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Thread: AT&T expands fixed wireless offering to 9 new states

  1. #1
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    AT&T expands fixed wireless offering to 9 new states

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    AT&T continued to roll out its fixed wireless offering for rural and underserved locations, adding locations in nine new states.

    The service, which is branded AT&T Fixed Wireless Internet, is now available to residents and small businesses in parts of Arkansas, California, Illinois, Indiana, Kansas, Michigan, Ohio, Texas and Wisconsin. The offering*initially launched in Georgia four months ago and is now available across 160,000 locations in 18 states.

    “Closing the connectivity gap is a top priority for us,” said Cheryl Choy, vice president of wired voice and internet products at AT&T, in a press release. “Access to fast and reliable internet is a game changer in today’s world. This service will bring countless opportunities for more customers in underserved rural locations.”

    The service is part of AT&T’s participation in the FCC's Connect America Fund Phase II (CAF-II). AT&T, Verizon and eight other carriers accepted a total of $1.5 billion in late 2015 in the second phase of that initiative, which aims to bring broadband service to an estimated 23 million Americans in rural areas.

    The carrier said it plans to provide access to over 400,000 locations by the end of this year, and more than 1.1 million locations by 2020. The service includes 160 GB of data per month, with additional data available at $10 per GB up to a maximum of $200 a month. Customers must have an AT&T-provided outdoor antenna and the carrier’s indoor residential gateway, and additional buckets of 50 GB of data are available for $10 each up to a maximum of $200 a month.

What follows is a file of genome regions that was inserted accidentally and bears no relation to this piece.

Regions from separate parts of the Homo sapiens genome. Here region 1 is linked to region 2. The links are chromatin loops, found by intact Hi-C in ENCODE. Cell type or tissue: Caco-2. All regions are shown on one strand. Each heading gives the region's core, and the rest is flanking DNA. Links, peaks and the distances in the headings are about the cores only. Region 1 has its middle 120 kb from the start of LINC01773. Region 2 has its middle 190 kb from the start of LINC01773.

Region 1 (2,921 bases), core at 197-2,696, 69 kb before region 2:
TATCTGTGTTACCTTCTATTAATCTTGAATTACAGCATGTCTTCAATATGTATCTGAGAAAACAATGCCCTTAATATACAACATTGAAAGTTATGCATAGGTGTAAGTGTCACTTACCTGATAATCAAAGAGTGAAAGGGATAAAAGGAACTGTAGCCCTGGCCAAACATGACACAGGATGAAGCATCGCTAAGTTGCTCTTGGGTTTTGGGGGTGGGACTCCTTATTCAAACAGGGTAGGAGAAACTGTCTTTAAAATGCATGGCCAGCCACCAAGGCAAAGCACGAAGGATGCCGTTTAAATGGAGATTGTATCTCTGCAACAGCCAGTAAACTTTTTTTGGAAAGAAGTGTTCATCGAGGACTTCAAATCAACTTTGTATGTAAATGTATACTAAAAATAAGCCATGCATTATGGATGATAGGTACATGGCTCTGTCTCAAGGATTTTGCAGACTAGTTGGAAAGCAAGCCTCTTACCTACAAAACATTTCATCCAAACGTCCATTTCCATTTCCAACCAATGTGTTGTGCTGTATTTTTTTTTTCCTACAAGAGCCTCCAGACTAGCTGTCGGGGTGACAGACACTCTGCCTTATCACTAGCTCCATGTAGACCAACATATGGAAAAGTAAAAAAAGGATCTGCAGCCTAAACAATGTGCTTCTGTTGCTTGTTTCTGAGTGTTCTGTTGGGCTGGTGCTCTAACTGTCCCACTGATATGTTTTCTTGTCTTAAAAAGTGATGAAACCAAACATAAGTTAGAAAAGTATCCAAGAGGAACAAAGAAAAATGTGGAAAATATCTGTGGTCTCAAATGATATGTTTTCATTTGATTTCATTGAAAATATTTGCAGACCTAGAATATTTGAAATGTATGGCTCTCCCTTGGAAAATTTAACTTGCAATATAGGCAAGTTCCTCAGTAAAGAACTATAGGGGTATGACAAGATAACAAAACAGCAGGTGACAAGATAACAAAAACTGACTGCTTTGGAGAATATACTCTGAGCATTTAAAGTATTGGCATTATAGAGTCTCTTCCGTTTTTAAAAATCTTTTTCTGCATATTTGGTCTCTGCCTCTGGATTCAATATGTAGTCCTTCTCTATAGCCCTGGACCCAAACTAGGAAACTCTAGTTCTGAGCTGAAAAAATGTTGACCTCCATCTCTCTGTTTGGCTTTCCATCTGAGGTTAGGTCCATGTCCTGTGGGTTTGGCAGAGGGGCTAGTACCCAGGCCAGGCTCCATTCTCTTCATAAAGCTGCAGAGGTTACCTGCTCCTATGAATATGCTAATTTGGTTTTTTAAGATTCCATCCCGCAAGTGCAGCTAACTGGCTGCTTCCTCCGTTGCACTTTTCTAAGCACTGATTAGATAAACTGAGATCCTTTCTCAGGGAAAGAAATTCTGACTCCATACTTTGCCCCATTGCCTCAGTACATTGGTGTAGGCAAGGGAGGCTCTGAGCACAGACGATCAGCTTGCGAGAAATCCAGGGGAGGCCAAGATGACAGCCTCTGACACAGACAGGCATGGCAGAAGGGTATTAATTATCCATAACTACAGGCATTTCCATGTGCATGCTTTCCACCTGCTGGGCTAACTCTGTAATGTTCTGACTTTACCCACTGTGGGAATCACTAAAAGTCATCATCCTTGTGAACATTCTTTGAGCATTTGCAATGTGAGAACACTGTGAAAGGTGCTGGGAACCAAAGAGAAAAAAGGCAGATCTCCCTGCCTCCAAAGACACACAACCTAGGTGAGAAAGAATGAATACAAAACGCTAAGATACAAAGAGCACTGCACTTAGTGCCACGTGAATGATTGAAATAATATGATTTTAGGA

“For many rural families and communities, the introduction of this service from AT&T will mark a new era of increased broadband speeds and access to cheaper and more diverse content.” said Bret Swanson, president of*Entropy Economics. "AT&T's move into these new communities will also yield additional economic benefits and can help create new jobs.”
    “The Internet wasn’t meant to be metered in bits and bytes, so it’s insane that wireless companies are still making you buy it this way. The rate plan is dead — it’s a fossil from a time when wireless was metered by every call or text.” John Legere 1/5/2017

  2. #2
    Join Date
    Aug 2017
    Chattanooga, TN
    Verizon Wireless
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    Well...this will be awkward for Verizon.

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